Baptism reminds us that we have put on Christ and entered a full resurrection life in which the old man has no place.
For as many of you as were baptized into Christ have put on Christ. (Galatians 3:27)
The act of full immersion baptism is symbolic of our death, burial, and resurrection with Jesus. It represents a visible statement to God, to ourselves, and to others that we believe in Christ and all that He has done on our behalf. While it’s essentially a physical act of obedience, I have heard countless testimonies of powerful supernatural work that God has released through it. The key is we put on Christ through the obedience and surrender behind it. Whatever hang-ups or preconceived beliefs we may bring with us to salvation, the Bible does clearly indicate that baptism is necessary. This isn’t because it’s some kind of weird spiritual ‘translation’ like the wine and bread somehow morphing into the actual physical body and blood of Jesus. Baptism is us taking a stand and fully identifying with Christ. It’s obedience in the natural mirroring the truth of the supernatural.
To put on Christ is absolute identification.
Baptism is an enactment – a tangible reminder – that we have put off the old man and put it to death. It also reminds us of the second step, that the old man is buried with Jesus. Not was, is. More importantly, it reminds us that we then put on the new man. We put on Christ when we rise with Him into His new life. This is a radical truth that too many believers don’t fully grasp. There are two reasons for this. The first is that we often see the cross and the resurrection as two separate events, with some down time in the grave between. The second is that we struggle to fully comprehend the absolute and complete exchange or identification that took place. Baptism reminds us tangibly that the cross, the grave, and the resurrection are one spiritual event which took place over three days.
The death, burial, and resurrection of Jesus cannot be separated. They are all parts of the same whole, and together make up the victory we call the cross. The second problem is a little more complex. Perhaps, instead of saying ‘Jesus died for our sins’ we should rather say ‘Jesus died in our sins.’ His identification with us wasn’t a separate, external, in place of identification. It was complete and absolute. He was entirely man on the cross, for one thing. Then He was also each and every single human being. God did not look at Him and see Jesus hanging on my behalf. He saw me and my sin. We must understand that Christ was sinless. For God to punish the sin, the sin had to be present. You and I and the rest of humanity had to be there with all our collective sin.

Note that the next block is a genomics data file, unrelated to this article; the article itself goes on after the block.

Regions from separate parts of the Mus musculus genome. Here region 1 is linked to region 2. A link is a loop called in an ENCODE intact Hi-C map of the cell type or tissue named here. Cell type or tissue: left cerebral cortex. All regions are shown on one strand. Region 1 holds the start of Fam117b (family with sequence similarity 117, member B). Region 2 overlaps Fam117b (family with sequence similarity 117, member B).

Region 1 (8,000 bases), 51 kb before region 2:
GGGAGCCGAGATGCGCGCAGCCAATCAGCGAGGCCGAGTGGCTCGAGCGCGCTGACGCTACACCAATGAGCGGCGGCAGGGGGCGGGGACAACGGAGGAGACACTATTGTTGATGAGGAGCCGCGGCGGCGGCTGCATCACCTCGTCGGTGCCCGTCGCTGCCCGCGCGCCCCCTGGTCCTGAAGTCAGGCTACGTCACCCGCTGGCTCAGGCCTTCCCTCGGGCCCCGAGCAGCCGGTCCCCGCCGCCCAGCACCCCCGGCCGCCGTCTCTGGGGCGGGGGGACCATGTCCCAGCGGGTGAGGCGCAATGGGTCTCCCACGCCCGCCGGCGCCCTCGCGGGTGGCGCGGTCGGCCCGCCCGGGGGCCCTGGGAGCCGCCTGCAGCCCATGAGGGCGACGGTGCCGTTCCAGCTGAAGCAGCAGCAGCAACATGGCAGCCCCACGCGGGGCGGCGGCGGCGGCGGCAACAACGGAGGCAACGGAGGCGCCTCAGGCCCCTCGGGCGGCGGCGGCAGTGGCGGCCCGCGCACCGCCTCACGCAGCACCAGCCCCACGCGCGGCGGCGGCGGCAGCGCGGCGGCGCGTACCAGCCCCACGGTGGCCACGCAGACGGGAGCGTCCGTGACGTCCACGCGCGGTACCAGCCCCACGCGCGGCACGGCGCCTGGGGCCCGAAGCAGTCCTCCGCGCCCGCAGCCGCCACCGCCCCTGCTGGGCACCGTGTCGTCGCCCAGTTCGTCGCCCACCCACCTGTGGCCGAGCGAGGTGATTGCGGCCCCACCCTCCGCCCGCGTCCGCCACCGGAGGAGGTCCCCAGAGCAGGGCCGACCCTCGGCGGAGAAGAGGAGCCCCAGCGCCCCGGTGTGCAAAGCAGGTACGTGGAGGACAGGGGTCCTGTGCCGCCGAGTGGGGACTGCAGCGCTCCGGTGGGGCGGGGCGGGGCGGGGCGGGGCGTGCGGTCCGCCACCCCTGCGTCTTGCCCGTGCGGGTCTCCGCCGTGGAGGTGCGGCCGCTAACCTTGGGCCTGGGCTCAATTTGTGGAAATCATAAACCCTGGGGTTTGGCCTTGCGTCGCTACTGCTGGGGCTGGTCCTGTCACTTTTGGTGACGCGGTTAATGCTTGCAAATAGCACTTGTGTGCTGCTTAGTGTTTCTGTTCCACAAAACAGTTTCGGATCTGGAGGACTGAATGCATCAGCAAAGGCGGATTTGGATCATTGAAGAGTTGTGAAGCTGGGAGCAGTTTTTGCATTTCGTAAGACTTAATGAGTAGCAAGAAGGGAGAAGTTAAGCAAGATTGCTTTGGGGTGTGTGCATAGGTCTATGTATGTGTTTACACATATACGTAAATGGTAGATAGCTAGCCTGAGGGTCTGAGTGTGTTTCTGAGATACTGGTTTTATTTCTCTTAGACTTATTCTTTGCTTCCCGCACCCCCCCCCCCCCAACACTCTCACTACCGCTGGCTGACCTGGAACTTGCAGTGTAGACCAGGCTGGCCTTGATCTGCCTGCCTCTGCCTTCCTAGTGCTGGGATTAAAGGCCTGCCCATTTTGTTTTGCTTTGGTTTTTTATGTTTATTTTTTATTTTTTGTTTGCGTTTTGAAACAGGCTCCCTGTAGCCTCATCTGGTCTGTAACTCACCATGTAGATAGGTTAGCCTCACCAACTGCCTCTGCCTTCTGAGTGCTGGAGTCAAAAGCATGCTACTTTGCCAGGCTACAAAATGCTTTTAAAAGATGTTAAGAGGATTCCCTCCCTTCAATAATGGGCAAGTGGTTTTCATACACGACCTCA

To put on Christ is to fulfil the exchange on the cross.
Exchange isn’t a complicated word. If I purchase something which doesn’t fit, I take it back and exchange it for something that does. I leave the one I had and walk away with an entirely different one – not a modified one or repaired one, a new one. Christ’s exchange worked ‘backwards’ in that He left His perfect self and assumed our imperfect one. In simple terms, He put on you and me. He did this so that we could, in turn, leave our imperfect self and put on His perfect one. Burial in Christ is kind of the spiritual changing room. We go in as we are and emerge having put on Christ. The old me is left in the grave because I no longer need it. In fact, it cannot – in spiritual terms – follow me because the old me is natural and the new me in Christ is supernatural.
To put on Christ replaces the natural man.
This is a truth we continue to struggle with. The natural man simply won’t stay dead and buried. Even Paul vividly captures the ongoing battle between the tenacious, fleshly part of us which persists in hanging on, even in the face of absolute spiritual truth. Just when we think we’ve effectively sealed the tomb, out it pops to haunt us. Self is very good at sneaking in to hijack the supernatural life to try to empower the natural life which, in Christ, is dead. This, of course, makes it ‘unnatural’ which is kind of creepy when we think about it in those terms. The identification and exchange at the cross mean, very literally, that in the spiritual we replace the natural man when we put on Christ. In practical terms, the rest of our Christian walk is reminding the old me that it’s dead and buried.
This has profound spiritual implications. These manifest in a single powerful truth – my past and everything in it is left behind. A definitive spiritual line exists between what was and what is. Yesterday is gone. Tomorrow awaits. Today is not the first day of the rest of my life but the first day of my life. I stand entirely made new, born again, replaced by Jesus, and a spiritual creature empowered to live a spiritual life. This is what it means to put on Christ. It’s the very essence of me in Christ. My identification with Him is absolute and complete. But there’s another side to this beautiful truth that is as powerful. When we identify with Jesus in this way, He completes His identification with us. That is Christ in us. We have Him without, and we have Him within. We are entirely surrounded by Jesus, inside and out.